senior boko haram fighters study here alongside orphans whose parents were members of the security forces or ordinary people killed in the violence. this school taf say they want to speed up the healing and integration. they put their kids up with families who agree to host them while the school provides some support. >> it is bring him in an orphanage, he will not necessarily know the societal norms. what is it in that society, how do you peer intowards other groups. >> reporter: for now most of the children have moved on, learning to be kids again. but most importantly trying to shape their future on saturday we will be
5:24 am
reporting from cambodia where a campaign is underway to reunite children with their parents hundreds of women have protested against the u.s. republican presidential hopeful donald trump about remarks me made over abortion. donald trump had said if abortion became ill legal, people who under went the procedure should face punishment. members of the u.s. football team queues their governing body of wage discrimination. they say they're being paid a fraction of what their male counterparts receive even though they bring in more revenue and perform better. >> reporter: american striker alex morgan breaking another u.s. record by scoring just 12 seconds into in olympic $kwachg match last month. the u.s. women's team is growing
5:25 am
fans to the stands and beyond. their victory in last year's world cup final was the most telecast watched in the year every. topping any men's match. they complain their male counterparts were made more money even though the females generated more revenue. they earned two million dollars for winning the cup compared to the men of 9 million. >> it's coming off a world cup win and the pay disparity between the men and women is just too large. >> reporter: acting on behalf of the full team, five players say in a complaint with the quality community employment commission that it breaches laws. >> they use pay equity and income to be the reason why. that excuse no longer exists.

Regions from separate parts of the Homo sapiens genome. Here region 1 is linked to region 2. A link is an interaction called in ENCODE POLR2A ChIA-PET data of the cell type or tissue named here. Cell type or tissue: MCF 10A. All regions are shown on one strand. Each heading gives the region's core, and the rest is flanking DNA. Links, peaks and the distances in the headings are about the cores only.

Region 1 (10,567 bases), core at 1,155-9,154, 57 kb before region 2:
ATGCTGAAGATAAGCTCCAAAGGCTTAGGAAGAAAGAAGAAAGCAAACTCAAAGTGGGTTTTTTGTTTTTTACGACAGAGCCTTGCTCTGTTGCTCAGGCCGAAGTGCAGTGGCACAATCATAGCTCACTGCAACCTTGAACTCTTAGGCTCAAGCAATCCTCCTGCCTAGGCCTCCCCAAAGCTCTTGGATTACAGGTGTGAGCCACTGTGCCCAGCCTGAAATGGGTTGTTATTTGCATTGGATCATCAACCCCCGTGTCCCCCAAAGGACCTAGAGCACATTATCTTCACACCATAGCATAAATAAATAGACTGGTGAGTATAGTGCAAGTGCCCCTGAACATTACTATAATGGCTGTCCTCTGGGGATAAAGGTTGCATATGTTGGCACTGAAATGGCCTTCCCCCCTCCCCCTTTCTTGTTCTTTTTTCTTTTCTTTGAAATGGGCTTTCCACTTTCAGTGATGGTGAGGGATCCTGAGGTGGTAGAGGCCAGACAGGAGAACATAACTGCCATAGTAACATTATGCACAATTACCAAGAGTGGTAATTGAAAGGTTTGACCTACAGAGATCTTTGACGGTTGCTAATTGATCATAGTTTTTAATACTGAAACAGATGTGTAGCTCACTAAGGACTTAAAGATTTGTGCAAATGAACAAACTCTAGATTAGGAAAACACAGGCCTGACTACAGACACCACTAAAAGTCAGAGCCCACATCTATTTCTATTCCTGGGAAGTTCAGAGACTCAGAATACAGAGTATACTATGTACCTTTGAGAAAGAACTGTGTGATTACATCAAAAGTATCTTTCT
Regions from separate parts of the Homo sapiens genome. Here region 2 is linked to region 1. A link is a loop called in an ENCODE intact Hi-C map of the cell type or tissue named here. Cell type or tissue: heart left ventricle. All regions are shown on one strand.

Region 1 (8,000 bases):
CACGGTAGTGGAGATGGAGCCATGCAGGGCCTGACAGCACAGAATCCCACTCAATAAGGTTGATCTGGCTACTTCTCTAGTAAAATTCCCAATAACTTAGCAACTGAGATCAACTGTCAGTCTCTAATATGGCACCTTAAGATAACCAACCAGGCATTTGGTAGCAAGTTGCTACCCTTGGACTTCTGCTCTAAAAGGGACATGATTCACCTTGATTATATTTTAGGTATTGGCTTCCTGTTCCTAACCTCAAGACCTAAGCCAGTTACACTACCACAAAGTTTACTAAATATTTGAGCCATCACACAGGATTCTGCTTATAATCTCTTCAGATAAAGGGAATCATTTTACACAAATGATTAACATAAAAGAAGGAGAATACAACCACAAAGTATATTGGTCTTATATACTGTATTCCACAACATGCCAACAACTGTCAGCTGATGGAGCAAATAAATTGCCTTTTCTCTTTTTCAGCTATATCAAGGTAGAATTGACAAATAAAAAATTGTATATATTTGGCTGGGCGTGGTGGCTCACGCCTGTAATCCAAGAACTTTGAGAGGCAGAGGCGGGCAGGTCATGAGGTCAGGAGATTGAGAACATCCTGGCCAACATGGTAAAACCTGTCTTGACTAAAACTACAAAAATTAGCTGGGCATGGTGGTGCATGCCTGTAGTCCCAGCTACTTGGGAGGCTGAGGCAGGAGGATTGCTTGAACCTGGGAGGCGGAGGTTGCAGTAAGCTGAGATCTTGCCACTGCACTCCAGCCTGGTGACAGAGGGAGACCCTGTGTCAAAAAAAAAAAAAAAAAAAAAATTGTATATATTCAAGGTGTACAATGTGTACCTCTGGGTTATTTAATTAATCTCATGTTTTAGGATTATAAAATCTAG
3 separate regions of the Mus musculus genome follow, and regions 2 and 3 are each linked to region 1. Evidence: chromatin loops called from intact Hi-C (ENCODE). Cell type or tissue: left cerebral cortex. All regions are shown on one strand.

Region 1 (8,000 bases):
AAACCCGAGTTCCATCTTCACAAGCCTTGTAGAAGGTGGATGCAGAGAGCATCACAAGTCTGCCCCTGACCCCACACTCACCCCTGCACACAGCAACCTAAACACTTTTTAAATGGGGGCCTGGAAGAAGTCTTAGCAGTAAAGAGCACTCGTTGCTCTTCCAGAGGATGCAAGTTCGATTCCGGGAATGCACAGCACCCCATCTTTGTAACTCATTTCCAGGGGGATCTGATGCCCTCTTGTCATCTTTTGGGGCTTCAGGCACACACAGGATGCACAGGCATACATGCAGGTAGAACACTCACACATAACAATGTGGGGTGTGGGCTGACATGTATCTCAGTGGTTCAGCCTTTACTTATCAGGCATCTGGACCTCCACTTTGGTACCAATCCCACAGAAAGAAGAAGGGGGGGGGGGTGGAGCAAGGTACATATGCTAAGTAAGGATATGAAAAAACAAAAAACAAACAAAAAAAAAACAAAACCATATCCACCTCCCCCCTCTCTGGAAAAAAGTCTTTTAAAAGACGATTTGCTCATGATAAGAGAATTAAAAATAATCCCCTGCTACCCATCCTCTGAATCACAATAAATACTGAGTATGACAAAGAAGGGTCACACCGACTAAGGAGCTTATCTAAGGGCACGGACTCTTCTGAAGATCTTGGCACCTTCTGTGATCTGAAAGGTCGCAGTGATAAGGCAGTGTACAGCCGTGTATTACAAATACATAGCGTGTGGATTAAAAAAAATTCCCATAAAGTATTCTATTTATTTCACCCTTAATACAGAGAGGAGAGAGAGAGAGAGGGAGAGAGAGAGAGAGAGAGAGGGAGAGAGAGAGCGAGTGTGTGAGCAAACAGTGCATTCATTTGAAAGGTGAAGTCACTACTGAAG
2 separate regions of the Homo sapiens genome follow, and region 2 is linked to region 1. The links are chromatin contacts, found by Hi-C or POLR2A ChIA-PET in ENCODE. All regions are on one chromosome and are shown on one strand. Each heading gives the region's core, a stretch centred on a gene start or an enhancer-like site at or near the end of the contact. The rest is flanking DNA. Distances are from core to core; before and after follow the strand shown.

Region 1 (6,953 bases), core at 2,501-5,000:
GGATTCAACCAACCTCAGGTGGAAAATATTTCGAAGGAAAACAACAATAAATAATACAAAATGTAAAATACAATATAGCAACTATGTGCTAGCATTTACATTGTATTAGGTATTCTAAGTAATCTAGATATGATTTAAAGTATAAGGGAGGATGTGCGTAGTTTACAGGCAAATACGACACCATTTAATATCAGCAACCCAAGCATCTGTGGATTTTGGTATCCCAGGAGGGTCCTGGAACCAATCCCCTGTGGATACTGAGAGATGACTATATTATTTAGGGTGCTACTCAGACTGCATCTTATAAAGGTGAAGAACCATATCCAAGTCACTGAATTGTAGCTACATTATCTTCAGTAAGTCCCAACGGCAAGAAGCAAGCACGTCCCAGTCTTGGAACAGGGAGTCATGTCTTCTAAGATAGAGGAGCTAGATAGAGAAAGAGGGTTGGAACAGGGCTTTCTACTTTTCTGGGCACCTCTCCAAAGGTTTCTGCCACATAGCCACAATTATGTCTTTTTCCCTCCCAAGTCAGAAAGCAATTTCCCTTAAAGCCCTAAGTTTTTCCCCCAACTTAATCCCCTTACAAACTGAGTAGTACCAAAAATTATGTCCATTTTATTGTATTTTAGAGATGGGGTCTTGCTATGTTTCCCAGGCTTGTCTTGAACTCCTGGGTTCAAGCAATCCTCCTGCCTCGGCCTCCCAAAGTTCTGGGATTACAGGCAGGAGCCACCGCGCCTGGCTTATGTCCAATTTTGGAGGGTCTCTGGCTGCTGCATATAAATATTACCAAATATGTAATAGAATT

5:26 am
>> reporter: it comes amid fears the women's professional union may go on strike threatening its appearance in the rio olympics this you august. the u.s. soccer federation has sued the women's union to enforce what the governing body argues is a collective bargaining agreement that runs until next year. u.s. soccer says it hasn't seen the complaint adding it was disappointed in the women's action. tim howard, the mens's national team goalie say they support the women's fight >> any time there's a labor dispute, athletes should fight for their rights, men or women. gender aside they should fight for what they believe and it is fair compensation. i have no problem with that. none of the men player have a problem with that >> reporter: in expert says the women have a good case >> i think that the u.s. soccer federation will have a difficult time saying that's a justifiable disparity >> reporter: the equal
5:27 am
employment opportunity commission will investigate the complaint but it is under no deadline to reach a decision. this case has worsened the already series friction between american football administrative straight dwrors and their most celebrated players. -- administrator archeologists in egypt have been scanning behind tutanham u neshgs as tomb. >> translation: the scan will measure the thickness of the northern wall of his chamber. we will do another vertical scan that will tell us whether another chamber exists behind it tributes have been paid to one of the world's most acclaimed architects, known as queen of curve, for her innovative designs.
5:28 am
she died of a heart attack at 65. >> reporter: buildings designed by this woman can be seen around the world, from moscow to miami, hong kong. at home she is known for the aquatic centre built for the 2012 london olympics. her futureistic designs, characterised by curving forms described as having multiple perspective point and fragmented geography as seen here. born in the iraqi capital baghdad she studied maths at beirut university before embarking on a career at the architectural association in london. by 1979 she established her own practice become a revolutionary
5:29 am
force in an industry heavily dominated by men. in 2004 she became the first woman to win an architecture prize and earlier this year she collected the gold medal from the royal institute of british architects. >> it's fantastic that i'm acknowledged for work which was really not mainstream, was very deliberately trying to question all the things that we took for granted and to weave away to a new urban life in the city which was to do with connectivity and maleability and accessibility. >> reporter: it was said her often angular design ee vocced the chaos of modern life. her own life came to an end in the early hours of thursday morning. her company said she had contracted bronchitis early in
5:30 am
the week and suffered a fatal heart attack while being treated in hospital in miami. she was 65 find out more about her and, indeed, the rest of the day's news on the al jazeera website, you can see the front page there. "on target" tonight. i'm at the mow jahi air and space museum. replacement to the ship, the vss, version spaceship unity is all new and it's addressed a lot of the safety issues that were concerns when that last spaceship went down. i'll show you that and more over the next half hour. the business of space. a new age is dawning for space exploration.